In the world of creative art, nothing can be more exciting and at the same time rarer and riskier (for the creator as well as for that creator’s audience) than when an artist, who has established and settled within certain well-defined artistic limits, suddenly takes off on a new tangent into a completely different subrealm of that same art. It happens more often in music than in literature. Bach dared embark on a Kaffee Kantate , Verdi turned from Otello to Falstaff , and Haydn relished surprises throughout his career, not only at the end of one syrnphony. On the other hand, Colette did whip off a libretto for Ravel’s Lʼenfant et Les sortilèges , as did W. H. Auden and E. M. Forster (no less) for Benjamin Britten’s Billy Budd ; but Sigmund Freud never wrote limericks, and Lewis Carroll, for sure, would never have dared attempt a sequel to Middlemarch .

Well, surprise, surprise! What have we here? World Literature Today has already noted in its pages (see WLT 70:1, pp. 79-82) that Albert Russo is uncategorizable, but still, from the heartrending seriousness of his previous novels, all concerned with Africa, with the inextricable and excruciating skeins of colonial racism versus individual lives and loves, here we have a light-as-a-feather comedy of a twelve- year-old petite Française reflecting on life as she continues constantly to be astonished to find it, what with its mysteries et boule de gomme (the latter term being argot for pastilles, a medication impossible to swallow whole, having to loll upon the tongue until dissolving (the entire phrase, an excellent metaphor for all that is incomprehensible), and nothing is more mysterious and incomprehensible to her than the human comedy relating to matters sessuelles , whether they are mot, bis, or météro . In short, Zapinette is prone to malapropisms. She even hears them, willy- nilly, and reports on them as well as she can.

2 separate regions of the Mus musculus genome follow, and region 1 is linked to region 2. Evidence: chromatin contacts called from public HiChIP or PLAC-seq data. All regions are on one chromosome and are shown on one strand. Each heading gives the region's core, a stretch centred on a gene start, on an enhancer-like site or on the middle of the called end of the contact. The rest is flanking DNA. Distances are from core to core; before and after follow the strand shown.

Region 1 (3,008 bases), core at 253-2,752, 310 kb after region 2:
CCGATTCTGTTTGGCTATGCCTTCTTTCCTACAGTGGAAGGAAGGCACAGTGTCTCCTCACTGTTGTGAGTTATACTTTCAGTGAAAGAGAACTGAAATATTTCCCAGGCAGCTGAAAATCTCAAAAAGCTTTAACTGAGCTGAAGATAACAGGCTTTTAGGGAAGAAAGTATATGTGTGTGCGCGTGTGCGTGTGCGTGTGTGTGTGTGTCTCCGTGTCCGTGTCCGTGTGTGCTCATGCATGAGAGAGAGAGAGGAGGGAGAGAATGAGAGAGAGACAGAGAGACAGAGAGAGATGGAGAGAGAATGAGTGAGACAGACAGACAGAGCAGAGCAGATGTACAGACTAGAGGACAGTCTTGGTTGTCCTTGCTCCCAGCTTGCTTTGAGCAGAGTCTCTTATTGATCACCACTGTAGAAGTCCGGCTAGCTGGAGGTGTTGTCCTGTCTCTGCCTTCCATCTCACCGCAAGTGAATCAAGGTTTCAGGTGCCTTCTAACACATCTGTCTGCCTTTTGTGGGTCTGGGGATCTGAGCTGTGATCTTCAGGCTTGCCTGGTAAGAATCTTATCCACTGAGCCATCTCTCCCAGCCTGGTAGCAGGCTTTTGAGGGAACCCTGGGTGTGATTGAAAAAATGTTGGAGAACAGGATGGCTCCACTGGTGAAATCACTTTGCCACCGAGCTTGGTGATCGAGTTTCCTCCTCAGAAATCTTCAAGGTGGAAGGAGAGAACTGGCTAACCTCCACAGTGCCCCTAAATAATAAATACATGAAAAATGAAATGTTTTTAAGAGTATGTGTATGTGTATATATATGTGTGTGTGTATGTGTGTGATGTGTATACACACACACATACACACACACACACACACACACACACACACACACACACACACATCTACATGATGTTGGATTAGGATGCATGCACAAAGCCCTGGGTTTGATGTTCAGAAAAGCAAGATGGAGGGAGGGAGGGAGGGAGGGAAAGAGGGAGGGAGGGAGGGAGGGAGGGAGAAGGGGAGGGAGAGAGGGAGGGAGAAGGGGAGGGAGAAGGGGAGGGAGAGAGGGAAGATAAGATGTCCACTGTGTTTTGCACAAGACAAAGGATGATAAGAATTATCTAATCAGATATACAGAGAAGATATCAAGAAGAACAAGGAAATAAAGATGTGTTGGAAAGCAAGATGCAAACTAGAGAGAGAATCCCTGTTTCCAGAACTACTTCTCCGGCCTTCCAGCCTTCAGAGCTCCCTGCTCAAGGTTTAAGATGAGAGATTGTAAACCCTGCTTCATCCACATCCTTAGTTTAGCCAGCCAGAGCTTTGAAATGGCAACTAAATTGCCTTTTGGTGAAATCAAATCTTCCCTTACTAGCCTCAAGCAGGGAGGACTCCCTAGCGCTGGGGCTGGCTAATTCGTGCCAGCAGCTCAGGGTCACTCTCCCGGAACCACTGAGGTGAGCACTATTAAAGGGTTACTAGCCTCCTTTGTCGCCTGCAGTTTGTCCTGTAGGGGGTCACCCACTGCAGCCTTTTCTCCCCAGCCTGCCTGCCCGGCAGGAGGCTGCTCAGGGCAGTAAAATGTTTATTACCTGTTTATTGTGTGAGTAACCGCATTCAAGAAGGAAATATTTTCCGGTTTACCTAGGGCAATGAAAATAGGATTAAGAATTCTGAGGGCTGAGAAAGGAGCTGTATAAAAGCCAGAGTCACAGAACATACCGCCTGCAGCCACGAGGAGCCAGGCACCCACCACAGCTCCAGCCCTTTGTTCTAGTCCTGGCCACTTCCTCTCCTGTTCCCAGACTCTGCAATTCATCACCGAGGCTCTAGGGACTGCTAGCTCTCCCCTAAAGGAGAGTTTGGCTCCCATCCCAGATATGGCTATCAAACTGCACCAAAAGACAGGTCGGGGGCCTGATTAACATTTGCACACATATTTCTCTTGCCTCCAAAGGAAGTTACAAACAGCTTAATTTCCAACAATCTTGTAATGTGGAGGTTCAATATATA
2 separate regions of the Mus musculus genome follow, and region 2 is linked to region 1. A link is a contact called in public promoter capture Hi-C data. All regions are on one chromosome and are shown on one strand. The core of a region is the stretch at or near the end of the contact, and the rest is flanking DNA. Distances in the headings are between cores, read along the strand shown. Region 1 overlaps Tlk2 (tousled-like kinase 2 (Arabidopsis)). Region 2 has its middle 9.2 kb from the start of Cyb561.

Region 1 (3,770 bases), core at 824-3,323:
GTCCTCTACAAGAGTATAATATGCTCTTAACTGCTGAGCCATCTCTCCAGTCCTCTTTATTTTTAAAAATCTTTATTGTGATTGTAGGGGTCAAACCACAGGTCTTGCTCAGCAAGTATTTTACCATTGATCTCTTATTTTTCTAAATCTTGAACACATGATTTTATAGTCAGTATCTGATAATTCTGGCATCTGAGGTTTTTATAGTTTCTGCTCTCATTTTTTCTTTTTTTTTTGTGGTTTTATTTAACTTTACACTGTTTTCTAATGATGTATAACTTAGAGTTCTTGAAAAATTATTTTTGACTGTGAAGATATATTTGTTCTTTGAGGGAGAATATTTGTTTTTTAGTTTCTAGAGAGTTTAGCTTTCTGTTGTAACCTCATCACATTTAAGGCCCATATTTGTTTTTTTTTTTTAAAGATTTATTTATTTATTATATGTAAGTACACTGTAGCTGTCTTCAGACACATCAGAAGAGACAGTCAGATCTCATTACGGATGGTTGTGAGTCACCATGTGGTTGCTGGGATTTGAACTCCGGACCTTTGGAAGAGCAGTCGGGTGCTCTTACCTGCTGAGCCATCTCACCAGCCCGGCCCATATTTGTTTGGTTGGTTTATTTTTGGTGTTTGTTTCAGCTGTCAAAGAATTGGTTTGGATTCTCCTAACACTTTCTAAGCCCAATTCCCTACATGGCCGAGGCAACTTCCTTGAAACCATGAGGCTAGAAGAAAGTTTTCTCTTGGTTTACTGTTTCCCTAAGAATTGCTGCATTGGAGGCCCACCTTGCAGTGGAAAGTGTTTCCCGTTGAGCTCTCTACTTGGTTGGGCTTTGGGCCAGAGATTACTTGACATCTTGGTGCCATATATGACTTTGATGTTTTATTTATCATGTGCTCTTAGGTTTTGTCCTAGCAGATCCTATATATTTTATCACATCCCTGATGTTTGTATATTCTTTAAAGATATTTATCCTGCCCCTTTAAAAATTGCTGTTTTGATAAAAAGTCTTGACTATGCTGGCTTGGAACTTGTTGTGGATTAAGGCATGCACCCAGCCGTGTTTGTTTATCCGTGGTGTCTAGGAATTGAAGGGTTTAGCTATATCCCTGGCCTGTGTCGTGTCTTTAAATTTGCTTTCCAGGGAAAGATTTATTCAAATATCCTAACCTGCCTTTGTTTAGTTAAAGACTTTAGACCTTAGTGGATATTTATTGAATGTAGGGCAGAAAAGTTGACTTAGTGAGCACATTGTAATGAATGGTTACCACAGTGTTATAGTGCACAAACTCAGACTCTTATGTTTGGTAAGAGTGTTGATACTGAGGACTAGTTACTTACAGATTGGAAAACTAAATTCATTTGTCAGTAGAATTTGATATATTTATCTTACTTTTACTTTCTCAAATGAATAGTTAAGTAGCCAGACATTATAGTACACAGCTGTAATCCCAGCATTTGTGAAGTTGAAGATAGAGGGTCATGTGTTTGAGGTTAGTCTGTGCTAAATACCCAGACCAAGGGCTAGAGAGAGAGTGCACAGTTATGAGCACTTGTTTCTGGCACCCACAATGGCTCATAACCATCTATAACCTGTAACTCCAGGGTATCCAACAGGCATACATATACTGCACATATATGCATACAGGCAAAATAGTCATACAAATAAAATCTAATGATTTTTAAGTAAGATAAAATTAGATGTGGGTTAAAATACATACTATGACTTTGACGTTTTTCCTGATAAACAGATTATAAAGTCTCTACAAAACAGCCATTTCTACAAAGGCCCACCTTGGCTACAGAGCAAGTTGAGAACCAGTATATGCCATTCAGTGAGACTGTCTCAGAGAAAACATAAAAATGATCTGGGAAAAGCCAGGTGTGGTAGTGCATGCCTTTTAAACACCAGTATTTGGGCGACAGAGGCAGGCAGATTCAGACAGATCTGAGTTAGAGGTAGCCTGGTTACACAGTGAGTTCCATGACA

Nevertheless, Russo is here still standing up for minorities and against the injustices inflicted upon them, in this case 1) children, whose thoughts and ideas, Russo maintains (and I think rightly), can be just as sophisticated as any adult’s, even though they do not yet know how to articulate them in conventional terms adults or indeed other children might readily understand; and 2) sessuel deviants, who, whatever else might be said, are living human beings who have as much right to life, liberty, et cetera, as anybody else. At the same time he is 3) poking great ironic fun at that majoriry of the world’s religions which seem to lead to more bloodshed than morality. Even the pope gets a lash of Russo’s forked tongue. We readers chuckle along and even burst out laughing as we advance through this hilarious book, for it is very funny indeed; but we gather, we too willy-nilly, the serious messages underlying the frolicking bounce and jocular mode of the writing. From Sang Mêlé ou ton fils Léopold to Zapinette Baguette & Tagliatelle , what an extraordinary evolution!

Actually, we ought not to be all that surprised. We have already caught glimpses of Russo’s impish humor throughout his oeuvre, often in his most serious passages, not least as put into relief during sexual clinches. Focusing his attention on the most grotesque of human prejudices, Russo has always kept us aware of the farcical, misconceived absurdities shared within in-groups, all in-groups, only previously the